2002 - Ghriba synagogue bombing
April 11: Djerba, Tunisia. The El Ghriba synagogue bombing was carried out by Niser bin Muhammad Nasr Nawar in Tunisia. He drove a truck full of explosives through a security barrier near the ancient synagogue, detonating it to kill 14 German tourists, two French tourists, and three Tunisians. Although Jews were not the main victims in the attack, it damaged the synagogue, and the authorities helped pay to restore it.
2003 - Casablanca bombing
May 16: Casablanca, Morocco. Twelve terrorists targeted Jewish sites in Casablanca. One killed three people next to a Jewish cemetery, two others tried to attack the Jewish community center but killed only themselves. Another bomber targeted a restaurant known to be owned by Jews, killing two people. In all, 33 civilians were killed along with 12 perpetrators. Al-Qaeda was thought to be behind the attack.
2003 - Istanbul suicide bombings
November 15: Istanbul, Turkey. Suicide bombers driving two trucks bombed the Bet Israel and Neve Shalom synagogues in Istanbul, murdering 23 people, most of them Muslims. Jews at Neve Shalom were having a bar mitzvah the morning of the attack and 300 people were present. Security helped prevent the attack, while one woman and her granddaughter were among the Jewish victims as well as two security guards. The bombings were part of an attack five days later that targeted a bank and the British Consulate, an attack which killed another 30 people. Turkey charged 74 people in connection with the attacks and accused al-Qaeda of masterminding it.
2008 - Mumbai terror attack
November 26: Mumbai, India. Pakistan-linked Lashkar-e-Taiba attacked the Nariman house, one of several targets of a large terror attack in Mumbai. Over a three-day siege, they murdered six Jews, out of the 168 who died throughout the city. Chabad emissaries Rabbi Gavriel and Rivkah Holtzberg were murdered, along with four others. The two-year-old son of the Holtzberg family was saved. The center didn't reopen until six years later. In 2017 Pakistan, an ally of the US and UK in the war against terror, released the mastermind behind the murder.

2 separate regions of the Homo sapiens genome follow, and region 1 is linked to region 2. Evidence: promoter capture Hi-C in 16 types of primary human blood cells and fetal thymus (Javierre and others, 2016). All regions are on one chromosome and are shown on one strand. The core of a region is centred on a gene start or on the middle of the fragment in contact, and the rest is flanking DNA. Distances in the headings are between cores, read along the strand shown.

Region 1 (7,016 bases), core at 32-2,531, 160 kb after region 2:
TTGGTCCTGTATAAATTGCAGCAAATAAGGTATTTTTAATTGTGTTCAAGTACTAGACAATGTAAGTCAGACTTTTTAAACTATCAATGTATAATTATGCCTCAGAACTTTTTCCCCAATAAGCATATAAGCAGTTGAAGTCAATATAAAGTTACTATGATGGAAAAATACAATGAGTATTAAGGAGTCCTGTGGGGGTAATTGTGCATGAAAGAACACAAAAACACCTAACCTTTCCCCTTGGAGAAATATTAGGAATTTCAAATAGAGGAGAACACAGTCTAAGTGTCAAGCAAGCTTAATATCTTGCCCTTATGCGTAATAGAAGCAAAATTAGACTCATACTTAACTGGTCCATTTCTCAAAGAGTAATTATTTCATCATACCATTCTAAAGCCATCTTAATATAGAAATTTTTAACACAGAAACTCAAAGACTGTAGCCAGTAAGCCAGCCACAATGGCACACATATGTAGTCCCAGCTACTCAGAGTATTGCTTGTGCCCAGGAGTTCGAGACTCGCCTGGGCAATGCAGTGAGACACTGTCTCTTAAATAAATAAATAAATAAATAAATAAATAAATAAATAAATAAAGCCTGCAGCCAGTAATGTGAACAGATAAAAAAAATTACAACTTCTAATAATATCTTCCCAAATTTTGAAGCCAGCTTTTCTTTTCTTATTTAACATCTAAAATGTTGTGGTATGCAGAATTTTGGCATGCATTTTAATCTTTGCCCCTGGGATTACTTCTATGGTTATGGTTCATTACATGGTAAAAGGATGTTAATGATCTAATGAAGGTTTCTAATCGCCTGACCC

2012 - Toulouse Jewish school shooting
March 12, 2012: Toulouse, France. Mohammed Merah murdered four people at Ozar Hatorah school in Toulouse. He shot a teacher and three children. The Chief Rabbi of France, Gilles Bernheim, said he was horrified by the attack. Those killed included Rabbi Jonathan Sandler, two of his children, and eight-year-old Miriam Monsonego. It was the worst attack on a school in recent French history. A fifth Jewish boy was injured in the attack. Merah was located on March 22 and died in a standoff with police. The perpetrator had numerous firearms, including an AK-47, pistols and a shotgun. Merah filmed himself murdering the Jewish children using a GoPro and sent the footage to Al Jazeera. French President Nicolas Sarkozy described the attack as the work of a "madman. These crimes were the work of a fanatic and a monster."
2015 - Attack on Paris kosher market
January 9, 2015: Paris, France. Amedy Coulibaly attacked the Hypercacher Kosher market in Porte de Vincennes. He was linked to the Charlie Hebdo terror attackers who had attacked the magazine. People were buying groceries when Coulibaly began shooting them with a rifle, killing four. The perpetrator recorded the attack on a GoPro and then emailed the footage during the attack. Police laid siege to the market, rescued some hostages and killed Coulibaly in a shootout. US President Barack Obama condemned the attack, noting "a bunch of violent, vicious zealots who behead people or randomly shoot a bunch of folks in a deli in Paris." He did not mention that it was an antisemitic attack, although the White House later sought to clarify that it was. ISIS was linked to the attack.
Seth Frantzman is The Jerusalem Post's op-ed editor, a Writing Fellow at the Middle East Forum, and a founder of the Middle East Center for Reporting and Analysis.